Attorneys’ Ohio Law Licenses Suspended for Failing to Register with Supreme Court
The Ohio Supreme Court on Nov. 3 suspended the Ohio law licenses of 227 attorneys who failed to register with the Office of Attorney Services for the biennium that began Sept. 1, 2015, and ends Aug. 31, 2017. This represents one-half of one percent of the total number of active and corporate attorneys in the state who are required to register.
Last biennium, 263 attorneys failed to register and were suspended. View the official Administrative Action list of suspended attorneys this biennium.
A suspended attorney is barred from practicing law until satisfying the registration requirements and paying all registration fees and a $300 reinstatement fee. Any attorney who continues to practice law while under suspension may be referred for investigation for the unauthorized practice of law. The suspended attorneys were notified in July and again in October of the registration deadline.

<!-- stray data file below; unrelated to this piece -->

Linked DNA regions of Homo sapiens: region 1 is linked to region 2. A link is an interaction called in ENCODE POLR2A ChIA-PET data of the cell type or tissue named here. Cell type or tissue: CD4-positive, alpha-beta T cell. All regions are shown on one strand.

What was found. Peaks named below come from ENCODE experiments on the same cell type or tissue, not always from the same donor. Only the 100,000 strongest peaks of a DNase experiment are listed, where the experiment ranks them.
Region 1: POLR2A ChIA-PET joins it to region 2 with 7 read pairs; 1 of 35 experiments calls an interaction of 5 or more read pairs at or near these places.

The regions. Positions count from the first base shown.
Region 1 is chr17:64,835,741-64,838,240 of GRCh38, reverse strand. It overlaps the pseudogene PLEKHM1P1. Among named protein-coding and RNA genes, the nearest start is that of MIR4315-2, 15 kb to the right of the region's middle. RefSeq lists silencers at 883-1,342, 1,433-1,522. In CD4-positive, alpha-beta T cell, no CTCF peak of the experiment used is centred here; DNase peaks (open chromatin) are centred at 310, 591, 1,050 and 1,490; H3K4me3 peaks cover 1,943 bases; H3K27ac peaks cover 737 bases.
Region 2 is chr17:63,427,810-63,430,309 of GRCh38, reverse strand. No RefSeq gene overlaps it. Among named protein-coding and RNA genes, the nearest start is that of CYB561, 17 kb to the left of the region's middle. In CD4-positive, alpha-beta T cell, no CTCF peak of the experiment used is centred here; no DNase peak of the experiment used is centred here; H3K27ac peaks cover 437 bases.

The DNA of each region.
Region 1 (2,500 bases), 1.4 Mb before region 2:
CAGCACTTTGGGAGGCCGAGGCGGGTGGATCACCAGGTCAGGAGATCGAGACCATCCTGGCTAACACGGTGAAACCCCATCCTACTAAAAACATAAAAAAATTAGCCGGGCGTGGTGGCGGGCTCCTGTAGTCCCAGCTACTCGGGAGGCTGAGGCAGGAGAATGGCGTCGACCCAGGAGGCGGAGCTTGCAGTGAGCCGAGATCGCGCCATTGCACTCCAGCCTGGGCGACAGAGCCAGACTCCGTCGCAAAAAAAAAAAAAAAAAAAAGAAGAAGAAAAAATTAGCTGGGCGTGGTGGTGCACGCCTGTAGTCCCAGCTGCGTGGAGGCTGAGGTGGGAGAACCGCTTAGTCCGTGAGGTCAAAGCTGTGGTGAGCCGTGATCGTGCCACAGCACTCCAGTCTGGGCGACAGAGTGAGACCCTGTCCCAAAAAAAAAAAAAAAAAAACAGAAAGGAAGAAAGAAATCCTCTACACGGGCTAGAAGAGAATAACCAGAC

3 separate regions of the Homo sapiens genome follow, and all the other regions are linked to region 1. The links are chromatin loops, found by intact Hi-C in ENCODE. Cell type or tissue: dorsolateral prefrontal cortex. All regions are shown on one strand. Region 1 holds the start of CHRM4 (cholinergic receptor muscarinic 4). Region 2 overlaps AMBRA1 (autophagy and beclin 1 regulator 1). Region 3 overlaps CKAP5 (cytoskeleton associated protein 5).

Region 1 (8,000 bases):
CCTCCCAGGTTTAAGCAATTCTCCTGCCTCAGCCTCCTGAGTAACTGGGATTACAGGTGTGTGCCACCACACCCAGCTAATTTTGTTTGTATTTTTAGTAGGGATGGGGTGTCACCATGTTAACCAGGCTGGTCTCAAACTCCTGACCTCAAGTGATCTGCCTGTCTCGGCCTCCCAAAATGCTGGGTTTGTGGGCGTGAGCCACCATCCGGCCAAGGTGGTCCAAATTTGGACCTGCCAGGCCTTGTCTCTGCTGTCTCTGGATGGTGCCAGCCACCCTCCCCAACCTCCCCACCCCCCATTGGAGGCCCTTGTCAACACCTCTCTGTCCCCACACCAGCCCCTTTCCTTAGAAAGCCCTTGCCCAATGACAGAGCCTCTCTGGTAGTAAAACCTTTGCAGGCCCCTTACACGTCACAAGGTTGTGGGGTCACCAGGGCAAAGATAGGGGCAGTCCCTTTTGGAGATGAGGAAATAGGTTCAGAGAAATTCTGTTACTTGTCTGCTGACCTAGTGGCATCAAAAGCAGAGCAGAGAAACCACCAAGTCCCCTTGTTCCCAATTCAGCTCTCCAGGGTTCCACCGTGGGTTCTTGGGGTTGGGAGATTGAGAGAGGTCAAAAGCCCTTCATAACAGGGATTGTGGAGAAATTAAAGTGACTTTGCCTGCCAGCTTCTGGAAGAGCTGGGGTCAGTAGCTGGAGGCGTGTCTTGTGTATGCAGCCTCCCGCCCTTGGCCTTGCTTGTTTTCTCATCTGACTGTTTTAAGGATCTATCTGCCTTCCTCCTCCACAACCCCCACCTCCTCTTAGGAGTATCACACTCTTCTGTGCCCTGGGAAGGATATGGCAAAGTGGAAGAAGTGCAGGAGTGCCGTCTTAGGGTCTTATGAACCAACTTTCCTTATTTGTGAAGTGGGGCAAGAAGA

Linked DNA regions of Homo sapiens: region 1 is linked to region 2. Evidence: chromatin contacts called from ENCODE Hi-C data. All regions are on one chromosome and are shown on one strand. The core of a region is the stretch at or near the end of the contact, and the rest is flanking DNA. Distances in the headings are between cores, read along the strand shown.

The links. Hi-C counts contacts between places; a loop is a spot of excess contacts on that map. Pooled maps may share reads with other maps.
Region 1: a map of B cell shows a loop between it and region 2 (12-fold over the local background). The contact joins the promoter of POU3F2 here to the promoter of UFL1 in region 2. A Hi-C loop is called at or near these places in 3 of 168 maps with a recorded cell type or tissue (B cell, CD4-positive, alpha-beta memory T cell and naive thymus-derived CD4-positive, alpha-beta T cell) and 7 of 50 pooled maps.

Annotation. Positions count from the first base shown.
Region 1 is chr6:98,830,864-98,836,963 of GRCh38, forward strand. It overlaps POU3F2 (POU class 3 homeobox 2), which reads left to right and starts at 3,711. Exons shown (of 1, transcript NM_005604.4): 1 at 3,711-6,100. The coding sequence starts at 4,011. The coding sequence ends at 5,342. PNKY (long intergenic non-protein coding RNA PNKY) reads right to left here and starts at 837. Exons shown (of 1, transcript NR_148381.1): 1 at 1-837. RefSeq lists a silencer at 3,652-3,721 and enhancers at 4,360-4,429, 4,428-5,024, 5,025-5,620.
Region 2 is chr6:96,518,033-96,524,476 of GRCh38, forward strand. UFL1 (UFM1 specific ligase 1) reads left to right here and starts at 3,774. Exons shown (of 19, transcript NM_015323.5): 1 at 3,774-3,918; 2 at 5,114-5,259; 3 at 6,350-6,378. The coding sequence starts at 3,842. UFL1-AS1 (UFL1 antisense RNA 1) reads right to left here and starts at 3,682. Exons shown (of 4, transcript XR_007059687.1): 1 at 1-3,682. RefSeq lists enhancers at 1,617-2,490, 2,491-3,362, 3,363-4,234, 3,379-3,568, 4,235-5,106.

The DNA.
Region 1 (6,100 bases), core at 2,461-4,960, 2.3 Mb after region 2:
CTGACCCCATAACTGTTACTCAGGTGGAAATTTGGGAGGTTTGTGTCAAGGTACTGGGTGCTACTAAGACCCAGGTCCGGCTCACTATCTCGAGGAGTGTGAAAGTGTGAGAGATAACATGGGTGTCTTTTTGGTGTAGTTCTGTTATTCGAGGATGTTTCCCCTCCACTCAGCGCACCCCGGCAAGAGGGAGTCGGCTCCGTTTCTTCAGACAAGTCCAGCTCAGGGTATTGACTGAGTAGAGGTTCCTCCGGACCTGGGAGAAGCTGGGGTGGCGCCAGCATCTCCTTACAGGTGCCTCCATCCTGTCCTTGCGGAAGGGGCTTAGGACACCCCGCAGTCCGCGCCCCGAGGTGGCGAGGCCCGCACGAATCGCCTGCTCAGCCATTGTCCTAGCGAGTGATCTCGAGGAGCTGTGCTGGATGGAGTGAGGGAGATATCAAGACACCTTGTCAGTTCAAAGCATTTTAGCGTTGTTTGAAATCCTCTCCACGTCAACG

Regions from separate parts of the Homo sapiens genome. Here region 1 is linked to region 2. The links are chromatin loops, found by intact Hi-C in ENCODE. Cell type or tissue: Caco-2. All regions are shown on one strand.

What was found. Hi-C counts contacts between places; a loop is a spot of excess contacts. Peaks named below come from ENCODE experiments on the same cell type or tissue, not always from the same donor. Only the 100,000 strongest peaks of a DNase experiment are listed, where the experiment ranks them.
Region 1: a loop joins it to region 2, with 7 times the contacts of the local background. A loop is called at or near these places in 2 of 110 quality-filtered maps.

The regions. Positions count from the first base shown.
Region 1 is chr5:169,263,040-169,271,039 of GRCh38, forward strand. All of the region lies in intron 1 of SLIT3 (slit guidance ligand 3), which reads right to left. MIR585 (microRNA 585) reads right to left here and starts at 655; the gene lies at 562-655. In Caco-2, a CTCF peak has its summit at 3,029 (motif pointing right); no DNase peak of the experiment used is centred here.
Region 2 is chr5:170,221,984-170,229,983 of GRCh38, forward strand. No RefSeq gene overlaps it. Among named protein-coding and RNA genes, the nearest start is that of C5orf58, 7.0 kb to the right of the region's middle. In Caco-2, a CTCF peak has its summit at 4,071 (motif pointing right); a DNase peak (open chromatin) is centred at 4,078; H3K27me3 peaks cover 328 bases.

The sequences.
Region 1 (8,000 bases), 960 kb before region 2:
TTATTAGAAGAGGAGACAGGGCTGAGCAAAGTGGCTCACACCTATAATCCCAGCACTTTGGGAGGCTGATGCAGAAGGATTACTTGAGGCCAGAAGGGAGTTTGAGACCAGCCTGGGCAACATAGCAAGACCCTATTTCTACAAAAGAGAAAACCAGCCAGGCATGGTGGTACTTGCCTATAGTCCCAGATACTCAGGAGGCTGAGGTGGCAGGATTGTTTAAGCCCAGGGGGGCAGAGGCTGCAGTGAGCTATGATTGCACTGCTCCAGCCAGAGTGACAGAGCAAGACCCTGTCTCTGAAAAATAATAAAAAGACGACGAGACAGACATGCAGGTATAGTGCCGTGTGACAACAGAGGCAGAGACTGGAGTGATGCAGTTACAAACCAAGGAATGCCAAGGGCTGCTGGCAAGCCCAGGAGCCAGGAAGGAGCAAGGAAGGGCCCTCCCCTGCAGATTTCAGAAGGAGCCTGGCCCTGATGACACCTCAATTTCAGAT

Attorneys engaged in the practice of law in Ohio are required by Rule VI of the Rules for the Government of the Bar of Ohio to register with the Supreme Court every two years and pay a $350 registration fee. In July, the Office of Attorney Services sent attorneys who were currently registered with the state for active or corporate status a certificate of registration for the upcoming biennium and directed them to register for the next biennium by Sept. 1.
The now-suspended attorneys were sent notices in October alerting them of their noncompliance, but they didn’t file evidence of compliance with Rule VI or come into compliance with this rule (by paying the original $350 fee, plus a $50 late fee) within the late registration period that ended on Nov. 2.
Learn more about attorney registration.
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